Thinking about it this way, so what we did to change that campaign is we went back in, we edited our placements, we removed out the audience network, and we changed the optimization of the traffic objective. We changed that to a landing page view. So now what we’re asking Facebook for is to say now go and place this ad in the areas that we know that our people are hanging out where they’re ready to consume this content, so in the news feed of Facebook and the news feed of Instagram for example. And we’re saying the end goal that we have here, is I need somebody to actually hit my website and have the page load and the pixel fire, so that I know they actually knocked on the door and made it into the website.

By making that one little tweak and one little change, they saw the performance of their ads increase, they saw sales coming through. It was an achievement that, had they not taken the time to go back and analyze what was actually happening with their ads, they would fall into the category that I’ve seen so many times where it’s just people that throw their hands up in the air and say “You know what, I’ve tried Facebook Ads. They didn’t work for us”. Ugh, I hate that!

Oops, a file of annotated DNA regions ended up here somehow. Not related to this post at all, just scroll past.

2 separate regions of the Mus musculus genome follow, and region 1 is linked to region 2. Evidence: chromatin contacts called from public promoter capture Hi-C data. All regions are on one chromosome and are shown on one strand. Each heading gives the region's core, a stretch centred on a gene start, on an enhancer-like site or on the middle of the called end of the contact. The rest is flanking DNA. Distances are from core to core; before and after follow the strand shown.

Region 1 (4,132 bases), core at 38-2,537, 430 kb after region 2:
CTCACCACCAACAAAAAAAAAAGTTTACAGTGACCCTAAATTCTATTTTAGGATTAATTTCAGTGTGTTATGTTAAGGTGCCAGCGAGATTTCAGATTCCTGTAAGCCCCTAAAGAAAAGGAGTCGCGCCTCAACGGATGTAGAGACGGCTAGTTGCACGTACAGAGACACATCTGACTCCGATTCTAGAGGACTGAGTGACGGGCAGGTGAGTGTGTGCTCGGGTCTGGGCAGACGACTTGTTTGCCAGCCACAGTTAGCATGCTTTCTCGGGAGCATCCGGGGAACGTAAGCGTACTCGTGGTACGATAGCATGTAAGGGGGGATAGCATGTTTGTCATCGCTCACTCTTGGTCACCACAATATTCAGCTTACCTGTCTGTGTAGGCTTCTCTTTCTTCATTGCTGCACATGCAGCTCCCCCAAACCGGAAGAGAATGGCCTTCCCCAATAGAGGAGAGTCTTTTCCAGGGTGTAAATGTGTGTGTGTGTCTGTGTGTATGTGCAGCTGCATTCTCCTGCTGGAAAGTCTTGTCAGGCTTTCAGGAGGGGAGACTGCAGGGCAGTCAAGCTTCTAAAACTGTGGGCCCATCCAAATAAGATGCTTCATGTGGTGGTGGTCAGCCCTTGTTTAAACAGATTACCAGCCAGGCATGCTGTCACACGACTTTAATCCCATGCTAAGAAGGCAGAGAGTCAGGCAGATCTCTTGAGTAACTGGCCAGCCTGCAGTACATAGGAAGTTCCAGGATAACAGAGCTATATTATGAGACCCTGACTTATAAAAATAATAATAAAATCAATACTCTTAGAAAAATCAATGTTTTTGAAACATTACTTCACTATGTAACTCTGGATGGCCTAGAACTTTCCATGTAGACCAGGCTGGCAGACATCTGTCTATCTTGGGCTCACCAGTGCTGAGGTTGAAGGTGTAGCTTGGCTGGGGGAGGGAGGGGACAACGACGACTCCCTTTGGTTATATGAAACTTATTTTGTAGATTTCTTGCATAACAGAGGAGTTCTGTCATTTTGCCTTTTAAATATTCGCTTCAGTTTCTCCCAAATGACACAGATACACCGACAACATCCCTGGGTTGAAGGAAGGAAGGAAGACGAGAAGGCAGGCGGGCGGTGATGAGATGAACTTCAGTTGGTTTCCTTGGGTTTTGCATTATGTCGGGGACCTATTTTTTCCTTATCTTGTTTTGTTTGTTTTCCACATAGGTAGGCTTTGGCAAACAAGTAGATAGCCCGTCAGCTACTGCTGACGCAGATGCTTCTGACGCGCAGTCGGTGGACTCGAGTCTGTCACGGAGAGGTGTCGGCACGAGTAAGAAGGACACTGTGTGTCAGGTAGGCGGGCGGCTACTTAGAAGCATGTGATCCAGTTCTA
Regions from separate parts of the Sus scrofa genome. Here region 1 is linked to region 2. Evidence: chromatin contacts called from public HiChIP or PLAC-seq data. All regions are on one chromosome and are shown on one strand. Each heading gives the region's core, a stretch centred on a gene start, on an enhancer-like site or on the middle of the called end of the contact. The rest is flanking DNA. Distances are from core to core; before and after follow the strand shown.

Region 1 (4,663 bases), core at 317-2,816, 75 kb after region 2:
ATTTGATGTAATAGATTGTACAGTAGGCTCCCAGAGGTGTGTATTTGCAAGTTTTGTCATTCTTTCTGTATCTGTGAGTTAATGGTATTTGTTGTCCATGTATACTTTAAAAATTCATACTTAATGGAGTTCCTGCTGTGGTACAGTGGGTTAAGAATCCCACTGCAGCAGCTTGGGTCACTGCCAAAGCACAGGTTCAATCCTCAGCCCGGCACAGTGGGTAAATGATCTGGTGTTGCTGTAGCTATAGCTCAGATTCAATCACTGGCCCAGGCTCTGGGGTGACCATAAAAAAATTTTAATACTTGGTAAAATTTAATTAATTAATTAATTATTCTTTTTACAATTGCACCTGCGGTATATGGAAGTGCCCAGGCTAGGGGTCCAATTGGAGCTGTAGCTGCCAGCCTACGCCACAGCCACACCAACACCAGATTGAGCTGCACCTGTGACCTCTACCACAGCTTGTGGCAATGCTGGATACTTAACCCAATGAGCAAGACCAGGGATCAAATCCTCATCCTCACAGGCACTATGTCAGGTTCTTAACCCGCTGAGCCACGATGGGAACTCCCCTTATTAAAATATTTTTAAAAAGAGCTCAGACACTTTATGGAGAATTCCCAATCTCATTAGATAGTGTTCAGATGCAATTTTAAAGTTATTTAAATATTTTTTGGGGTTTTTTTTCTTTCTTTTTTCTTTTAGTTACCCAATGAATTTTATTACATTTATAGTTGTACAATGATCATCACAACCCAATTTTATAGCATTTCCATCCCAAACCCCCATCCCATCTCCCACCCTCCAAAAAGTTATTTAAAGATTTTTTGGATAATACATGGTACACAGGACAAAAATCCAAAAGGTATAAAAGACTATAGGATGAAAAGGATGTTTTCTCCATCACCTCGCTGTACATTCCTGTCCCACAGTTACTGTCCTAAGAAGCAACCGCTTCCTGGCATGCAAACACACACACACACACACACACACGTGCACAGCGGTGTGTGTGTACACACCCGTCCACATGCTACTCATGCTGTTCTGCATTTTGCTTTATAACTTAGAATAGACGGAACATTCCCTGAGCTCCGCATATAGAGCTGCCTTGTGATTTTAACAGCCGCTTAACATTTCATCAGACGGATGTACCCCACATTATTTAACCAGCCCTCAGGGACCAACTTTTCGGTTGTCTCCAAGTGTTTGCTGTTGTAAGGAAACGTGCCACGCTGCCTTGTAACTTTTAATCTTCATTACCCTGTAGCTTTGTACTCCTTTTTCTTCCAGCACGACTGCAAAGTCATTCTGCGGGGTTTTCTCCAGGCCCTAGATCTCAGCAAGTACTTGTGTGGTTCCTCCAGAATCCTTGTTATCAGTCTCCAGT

Rich: Ok. Another section that we might want take a look at is demographics. How do we know who is interacting with our ads, and how can we improve the performance there?

Amanda: You have the ability to filter. When you look at your results, you have this breakdown filter that you can apply to your ads. So go into Ads Manager, and it’s a little drop down menu on the right hand side: breakdowns. And you can go in and analyze your ads based on all sorts of different views. You can break it down by country, you can break it down by different regions, you can break it down by age and gender. You can look at your ads in so many different lenses when you’re analyzing the results. I really do encourage you to take the time and go and do that.

Another example I have with running ads is now we’re matching up the different placements, versus what are the demographics that are interacting with those placements. So I have content, for example, that I put on Instagram and I put on Facebook. I notice that the content I was putting on Instagram was starting to heavy deliver to a male audience. When I look at the people I do business with, it’s closer to a 50/50 split male/female, or in some cases skews a little bit more toward female. So if I have ads running wild on Instagram, and the only people who are engaging with those ads on Instagram are men, then those people are now entering into my audiences of people who have engaged with my profile. Now they’re going to get remarketed to, they’re getting into my funnel, they’re getting into my system. But if I just set it and forget it and didn’t take the time to look at how those placements are forming, then I’d be feeding my audiences with dirty data and I didn’t want to do that.